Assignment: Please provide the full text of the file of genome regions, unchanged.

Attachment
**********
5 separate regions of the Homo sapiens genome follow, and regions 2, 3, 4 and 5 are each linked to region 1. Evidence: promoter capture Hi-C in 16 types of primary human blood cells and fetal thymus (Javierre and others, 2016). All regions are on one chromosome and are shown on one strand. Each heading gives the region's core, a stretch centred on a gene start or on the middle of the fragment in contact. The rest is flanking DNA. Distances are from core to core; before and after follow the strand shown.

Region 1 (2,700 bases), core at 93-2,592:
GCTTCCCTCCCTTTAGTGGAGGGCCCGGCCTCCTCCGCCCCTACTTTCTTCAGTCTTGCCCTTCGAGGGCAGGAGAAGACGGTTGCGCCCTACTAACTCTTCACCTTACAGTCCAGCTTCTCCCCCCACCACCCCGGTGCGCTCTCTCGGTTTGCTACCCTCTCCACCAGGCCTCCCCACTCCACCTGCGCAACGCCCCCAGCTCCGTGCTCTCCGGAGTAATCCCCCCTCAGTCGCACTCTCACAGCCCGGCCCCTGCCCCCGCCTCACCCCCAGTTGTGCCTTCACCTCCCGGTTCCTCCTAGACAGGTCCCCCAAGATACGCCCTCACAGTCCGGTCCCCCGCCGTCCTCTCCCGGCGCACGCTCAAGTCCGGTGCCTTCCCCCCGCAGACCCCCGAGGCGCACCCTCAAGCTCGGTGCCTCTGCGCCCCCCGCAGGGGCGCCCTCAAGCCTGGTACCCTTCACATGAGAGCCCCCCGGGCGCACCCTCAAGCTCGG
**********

5 separate regions of the Homo sapiens genome follow, and regions 2, 3, 4 and 5 are each linked to region 1. Evidence: promoter capture Hi-C in 16 types of primary human blood cells and fetal thymus (Javierre and others, 2016). All regions are on one chromosome and are shown on one strand. Each heading gives the region's core, a stretch centred on a gene start or on the middle of the fragment in contact. The rest is flanking DNA. Distances are from core to core; before and after follow the strand shown.

Region 1 (2,700 bases), core at 93-2,592:
GCTTCCCTCCCTTTAGTGGAGGGCCCGGCCTCCTCCGCCCCTACTTTCTTCAGTCTTGCCCTTCGAGGGCAGGAGAAGACGGTTGCGCCCTACTAACTCTTCACCTTACAGTCCAGCTTCTCCCCCCACCACCCCGGTGCGCTCTCTCGGTTTGCTACCCTCTCCACCAGGCCTCCCCACTCCACCTGCGCAACGCCCCCAGCTCCGTGCTCTCCGGAGTAATCCCCCCTCAGTCGCACTCTCACAGCCCGGCCCCTGCCCCCGCCTCACCCCCAGTTGTGCCTTCACCTCCCGGTTCCTCCTAGACAGGTCCCCCAAGATACGCCCTCACAGTCCGGTCCCCCGCCGTCCTCTCCCGGCGCACGCTCAAGTCCGGTGCCTTCCCCCCGCAGACCCCCGAGGCGCACCCTCAAGCTCGGTGCCTCTGCGCCCCCCGCAGGGGCGCCCTCAAGCCTGGTACCCTTCACATGAGAGCCCCCCGGGCGCACCCTCAAGCTCGG